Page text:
Cremation metal helps good causes

Carleton Crematorium. Picture used for illustration purposes only
Carleton Crematorium. Picture used for illustration purposes only

It might sound a tad macabre – but metal left over from cremations has helped raise thousands of pounds for charity.

Blackpool Council is part of a charitable scheme which collects items such as artificial hips and knee replacements following cremations.

In the past, metal was removed and buried in the grounds of the cemetery but this has become less acceptable on environmental grounds.

Instead, with the permission of families, these objects are passed onto a national company for recycling.

The money raised as a result has seen a £5,000 cheque presented to the Miscarriage Association at Trinity Hospice. Coun Maria Kirkland, Blackpool Council’s cabinet member responsible for cemeteries and the crematorium, said: “We are delighted to be able to support the Miscarriage Association with this donation of £5,000.

“The money is presented with thanks to bereaved families who give their permission for metal to be recycled at the crematorium.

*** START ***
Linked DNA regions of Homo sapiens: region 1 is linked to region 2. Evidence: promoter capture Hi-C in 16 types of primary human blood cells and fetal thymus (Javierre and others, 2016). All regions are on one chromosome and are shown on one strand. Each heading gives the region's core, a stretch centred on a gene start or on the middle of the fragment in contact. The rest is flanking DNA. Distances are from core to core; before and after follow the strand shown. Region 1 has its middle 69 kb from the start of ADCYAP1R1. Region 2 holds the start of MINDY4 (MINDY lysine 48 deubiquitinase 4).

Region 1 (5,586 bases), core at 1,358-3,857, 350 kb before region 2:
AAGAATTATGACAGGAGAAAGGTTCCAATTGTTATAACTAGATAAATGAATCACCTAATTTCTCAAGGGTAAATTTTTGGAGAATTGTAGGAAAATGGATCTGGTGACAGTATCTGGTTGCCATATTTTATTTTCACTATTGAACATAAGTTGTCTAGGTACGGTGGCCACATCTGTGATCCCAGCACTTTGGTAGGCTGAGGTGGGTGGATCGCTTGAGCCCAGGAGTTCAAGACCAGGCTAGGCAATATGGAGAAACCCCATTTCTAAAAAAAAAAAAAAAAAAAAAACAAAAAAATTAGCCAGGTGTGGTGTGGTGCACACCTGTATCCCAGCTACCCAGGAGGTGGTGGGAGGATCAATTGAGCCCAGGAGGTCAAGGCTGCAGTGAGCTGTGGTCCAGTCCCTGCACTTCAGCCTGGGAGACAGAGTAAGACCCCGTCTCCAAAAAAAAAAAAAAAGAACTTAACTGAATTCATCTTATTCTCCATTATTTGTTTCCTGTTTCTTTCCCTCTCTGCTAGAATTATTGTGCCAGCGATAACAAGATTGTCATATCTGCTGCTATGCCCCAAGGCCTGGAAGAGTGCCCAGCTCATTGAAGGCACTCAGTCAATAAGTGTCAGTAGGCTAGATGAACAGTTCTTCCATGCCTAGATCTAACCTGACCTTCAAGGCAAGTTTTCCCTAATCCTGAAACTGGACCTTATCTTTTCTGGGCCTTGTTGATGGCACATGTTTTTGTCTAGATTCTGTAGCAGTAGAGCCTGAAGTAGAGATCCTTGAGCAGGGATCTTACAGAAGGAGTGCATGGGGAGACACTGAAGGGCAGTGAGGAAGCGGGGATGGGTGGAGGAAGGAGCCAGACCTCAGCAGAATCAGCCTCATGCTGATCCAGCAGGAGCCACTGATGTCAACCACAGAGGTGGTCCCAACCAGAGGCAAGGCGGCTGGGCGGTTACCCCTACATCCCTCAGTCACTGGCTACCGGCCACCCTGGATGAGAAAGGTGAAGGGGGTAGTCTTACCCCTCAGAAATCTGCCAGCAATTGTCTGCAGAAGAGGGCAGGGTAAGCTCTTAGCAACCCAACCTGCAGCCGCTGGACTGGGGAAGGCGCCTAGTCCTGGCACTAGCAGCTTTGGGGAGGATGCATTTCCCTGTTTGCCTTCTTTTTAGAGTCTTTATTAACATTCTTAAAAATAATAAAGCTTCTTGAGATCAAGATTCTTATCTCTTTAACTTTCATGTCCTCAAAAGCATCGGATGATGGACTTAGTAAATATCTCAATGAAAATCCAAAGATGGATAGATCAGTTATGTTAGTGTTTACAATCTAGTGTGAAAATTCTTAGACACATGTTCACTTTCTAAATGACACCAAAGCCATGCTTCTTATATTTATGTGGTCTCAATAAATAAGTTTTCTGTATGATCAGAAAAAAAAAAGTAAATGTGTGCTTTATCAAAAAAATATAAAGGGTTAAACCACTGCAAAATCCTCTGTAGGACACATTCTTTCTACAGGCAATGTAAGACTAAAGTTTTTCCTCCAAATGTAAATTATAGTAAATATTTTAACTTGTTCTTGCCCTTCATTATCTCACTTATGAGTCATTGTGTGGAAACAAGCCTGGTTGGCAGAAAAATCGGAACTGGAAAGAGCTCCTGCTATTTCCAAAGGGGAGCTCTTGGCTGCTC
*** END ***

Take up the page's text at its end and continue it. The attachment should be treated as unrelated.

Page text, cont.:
“Many people won’t know that it’s an option to help a charity by recycling these metals, and it is a very sensitive subject.

“But it’s heartening to know this donation can contribute towards helping those who have been affected by the loss of a baby in pregnancy.”

The cheque was presented on behalf of the Institute of Cemetery and Crematorium Management (ICCM).

Angela Turner-Jones, of the Blackpool and Fylde branch of the Miscarriage Association said the donation would be used to help their work across the Fylde coast.

She added: “This support group acknowledges the distress associated with pregnancy loss and strives to make a positive difference to all those affected in our local area.”